#1: Offside, directed by Jafar Panahi. Six young Iranian women want to see, in person, the 2005 Iran-Bahrain qualifying match for the next year’s World Cup. The trouble is that women aren’t allowed into stadiums for male sporting events in Iran. At all. They try but get quickly rounded up by security. It’s a testament to Panahi’s visual acuity that he can convey the tension and excitement of a high-stakes soccer match without the viewer ever seeing the match, even though the film is partially shot during the actual game. (Oh, alright—we get a ten-second glimpse of the field in action; it whets our appetite all the more.) Instead, these unnamed girls hear the game from a makeshift holding cell, as reluctant soldiers comment on what they see. The girls are sharp, funny, and direct. Despite being jailed, they’re less afraid of the men than vice versa—one of Panahi’s many vicious ironies about gender repression. They argue politics with the soldiers, occasionally escape to watch the game, and bond with each other. The men look milquetoast by comparison. Panahi’s restless camera bounces from girl to girl, boy to boy, and provides a (more or less) real-time account of a sporting event that says volumes about the state of contemporary Iran. The men and women bond, despite themselves, through soccer, and the movie ends in raucous celebration that’s nationalistic in spite of Panahi’s acidic critique of the society in which he lives. I’m making Offside sound like a treatise, but in actuality it’s hilarious. The humor builds from Kafka-esque absurdity—as the bureaucracy and reasons for subjugating women grow more convoluted, the funnier the movie gets. The reasoning behind keeping women out makes you either laugh out loud or bang your head on the sidewalk, and in any case is easily dismantled. (The girls do so throughout the movie.) Offside is deeply nationalistic—the men and women revere the Iranian team as heroes—but at the same time deeply critical. It doesn’t play as a philosophical tract—the dialogue is to-the-point; the gorgeous camerawork evokes the news documentary more than the “art” film; the issues raised are done so naturally—but nevertheless explores issues that refuse to dissolve when the credits roll.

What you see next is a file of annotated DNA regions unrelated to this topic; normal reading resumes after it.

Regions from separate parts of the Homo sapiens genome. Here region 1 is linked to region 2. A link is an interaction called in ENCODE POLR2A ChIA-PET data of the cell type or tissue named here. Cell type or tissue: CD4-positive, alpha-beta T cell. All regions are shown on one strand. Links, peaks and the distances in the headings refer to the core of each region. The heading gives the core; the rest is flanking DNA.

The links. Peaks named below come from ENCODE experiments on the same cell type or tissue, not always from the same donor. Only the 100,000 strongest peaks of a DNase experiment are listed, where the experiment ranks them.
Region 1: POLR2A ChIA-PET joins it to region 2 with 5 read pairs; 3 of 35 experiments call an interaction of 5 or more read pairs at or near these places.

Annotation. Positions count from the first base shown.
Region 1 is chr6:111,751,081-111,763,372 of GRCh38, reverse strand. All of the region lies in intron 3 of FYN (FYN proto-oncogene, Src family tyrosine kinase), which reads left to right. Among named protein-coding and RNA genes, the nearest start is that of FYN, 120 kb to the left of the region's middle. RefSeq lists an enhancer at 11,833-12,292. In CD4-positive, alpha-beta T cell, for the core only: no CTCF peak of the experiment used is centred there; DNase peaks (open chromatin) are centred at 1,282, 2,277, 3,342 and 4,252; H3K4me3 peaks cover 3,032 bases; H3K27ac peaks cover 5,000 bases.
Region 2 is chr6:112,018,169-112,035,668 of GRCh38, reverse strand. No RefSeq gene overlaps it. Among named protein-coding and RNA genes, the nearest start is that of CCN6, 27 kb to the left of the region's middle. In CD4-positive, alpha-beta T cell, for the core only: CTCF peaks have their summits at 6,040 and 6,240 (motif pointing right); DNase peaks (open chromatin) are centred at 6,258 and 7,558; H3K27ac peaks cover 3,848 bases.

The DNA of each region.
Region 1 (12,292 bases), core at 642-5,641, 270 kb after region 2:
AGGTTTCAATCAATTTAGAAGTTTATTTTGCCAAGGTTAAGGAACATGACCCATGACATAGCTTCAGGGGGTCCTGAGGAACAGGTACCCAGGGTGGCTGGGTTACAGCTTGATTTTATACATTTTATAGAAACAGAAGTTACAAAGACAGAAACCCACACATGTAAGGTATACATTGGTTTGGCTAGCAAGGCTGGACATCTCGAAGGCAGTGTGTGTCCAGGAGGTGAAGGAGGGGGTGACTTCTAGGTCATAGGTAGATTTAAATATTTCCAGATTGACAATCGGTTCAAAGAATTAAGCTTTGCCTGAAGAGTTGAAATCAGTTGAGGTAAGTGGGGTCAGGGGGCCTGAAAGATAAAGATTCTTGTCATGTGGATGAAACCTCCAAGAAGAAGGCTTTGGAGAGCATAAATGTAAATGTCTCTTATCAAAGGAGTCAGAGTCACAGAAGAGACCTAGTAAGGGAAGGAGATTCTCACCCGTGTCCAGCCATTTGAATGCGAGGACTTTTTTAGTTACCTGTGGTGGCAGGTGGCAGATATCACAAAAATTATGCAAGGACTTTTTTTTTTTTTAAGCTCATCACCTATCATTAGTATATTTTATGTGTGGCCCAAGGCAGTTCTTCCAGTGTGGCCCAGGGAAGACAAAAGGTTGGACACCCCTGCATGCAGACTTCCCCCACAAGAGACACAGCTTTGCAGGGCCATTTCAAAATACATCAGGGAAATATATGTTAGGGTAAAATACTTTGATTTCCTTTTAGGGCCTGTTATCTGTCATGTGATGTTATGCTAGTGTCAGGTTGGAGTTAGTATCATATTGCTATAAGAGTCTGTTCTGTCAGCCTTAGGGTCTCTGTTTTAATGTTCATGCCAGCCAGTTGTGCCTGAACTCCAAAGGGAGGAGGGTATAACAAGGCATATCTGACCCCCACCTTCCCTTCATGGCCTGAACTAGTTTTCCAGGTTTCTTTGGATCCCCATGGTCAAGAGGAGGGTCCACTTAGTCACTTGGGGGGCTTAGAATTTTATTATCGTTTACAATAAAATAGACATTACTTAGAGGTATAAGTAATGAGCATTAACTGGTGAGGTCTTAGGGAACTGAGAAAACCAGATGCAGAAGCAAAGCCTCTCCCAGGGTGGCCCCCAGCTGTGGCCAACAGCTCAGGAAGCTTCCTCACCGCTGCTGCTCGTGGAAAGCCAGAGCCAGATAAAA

#2: My Winnipeg, directed by Guy Maddin: Maddin creates a “docu-fantasia” of his hometown. If that seems like a contradiction in terms, well, that’s the point. He reveals how memory, nostalgia, and pure daydream intertwine, so that our understanding of the past and present is always a weird combination of the three. His vision of Winnipeg casts itself as a newsreel documentary circa 1942, but quickly reveals itself to be personal, mythical, thoroughly modern, and downright demented. Strands of Maddin’s life—or what he wants us to think of as his life—seep into this “nonfiction” history of the Canadian city, until we no longer trust our eyes or the narrative. It’s spellbinding and hilarious, and uses every tool possible—stock footage, animation, overexposed film, splotchy and scratched frames, narration (by Maddin) that is disturbingly impassioned—to suggest the disintegration of the mind as well as of the celluloid. Formally and narratively, My Winnipeg is challenging, but is always entertaining and frequently pee-your-pants funny. (My full review is here.)